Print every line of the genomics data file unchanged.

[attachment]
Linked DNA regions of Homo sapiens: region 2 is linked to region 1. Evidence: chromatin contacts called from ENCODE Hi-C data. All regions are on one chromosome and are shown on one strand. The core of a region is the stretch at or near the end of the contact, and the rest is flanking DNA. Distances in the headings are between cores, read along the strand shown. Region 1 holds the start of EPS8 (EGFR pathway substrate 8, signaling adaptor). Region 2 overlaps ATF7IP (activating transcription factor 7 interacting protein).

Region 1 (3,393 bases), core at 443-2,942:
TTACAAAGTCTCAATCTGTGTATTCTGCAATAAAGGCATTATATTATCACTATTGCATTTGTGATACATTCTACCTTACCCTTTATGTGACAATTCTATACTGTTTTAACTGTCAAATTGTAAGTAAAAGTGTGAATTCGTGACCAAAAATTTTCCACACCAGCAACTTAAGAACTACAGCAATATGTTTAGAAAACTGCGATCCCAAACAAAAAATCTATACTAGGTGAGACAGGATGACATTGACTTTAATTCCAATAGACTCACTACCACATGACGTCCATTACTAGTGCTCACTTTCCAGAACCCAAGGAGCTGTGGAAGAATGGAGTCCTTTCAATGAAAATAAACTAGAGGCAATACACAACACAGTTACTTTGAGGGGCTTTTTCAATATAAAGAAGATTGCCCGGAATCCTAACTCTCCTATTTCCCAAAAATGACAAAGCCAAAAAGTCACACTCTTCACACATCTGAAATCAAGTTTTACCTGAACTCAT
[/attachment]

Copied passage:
Linked DNA regions of Homo sapiens: region 2 is linked to region 1. Evidence: chromatin contacts called from ENCODE Hi-C data. All regions are on one chromosome and are shown on one strand. The core of a region is the stretch at or near the end of the contact, and the rest is flanking DNA. Distances in the headings are between cores, read along the strand shown. Region 1 holds the start of EPS8 (EGFR pathway substrate 8, signaling adaptor). Region 2 overlaps ATF7IP (activating transcription factor 7 interacting protein).

Region 1 (3,393 bases), core at 443-2,942:
TTACAAAGTCTCAATCTGTGTATTCTGCAATAAAGGCATTATATTATCACTATTGCATTTGTGATACATTCTACCTTACCCTTTATGTGACAATTCTATACTGTTTTAACTGTCAAATTGTAAGTAAAAGTGTGAATTCGTGACCAAAAATTTTCCACACCAGCAACTTAAGAACTACAGCAATATGTTTAGAAAACTGCGATCCCAAACAAAAAATCTATACTAGGTGAGACAGGATGACATTGACTTTAATTCCAATAGACTCACTACCACATGACGTCCATTACTAGTGCTCACTTTCCAGAACCCAAGGAGCTGTGGAAGAATGGAGTCCTTTCAATGAAAATAAACTAGAGGCAATACACAACACAGTTACTTTGAGGGGCTTTTTCAATATAAAGAAGATTGCCCGGAATCCTAACTCTCCTATTTCCCAAAAATGACAAAGCCAAAAAGTCACACTCTTCACACATCTGAAATCAAGTTTTACCTGAACTCAT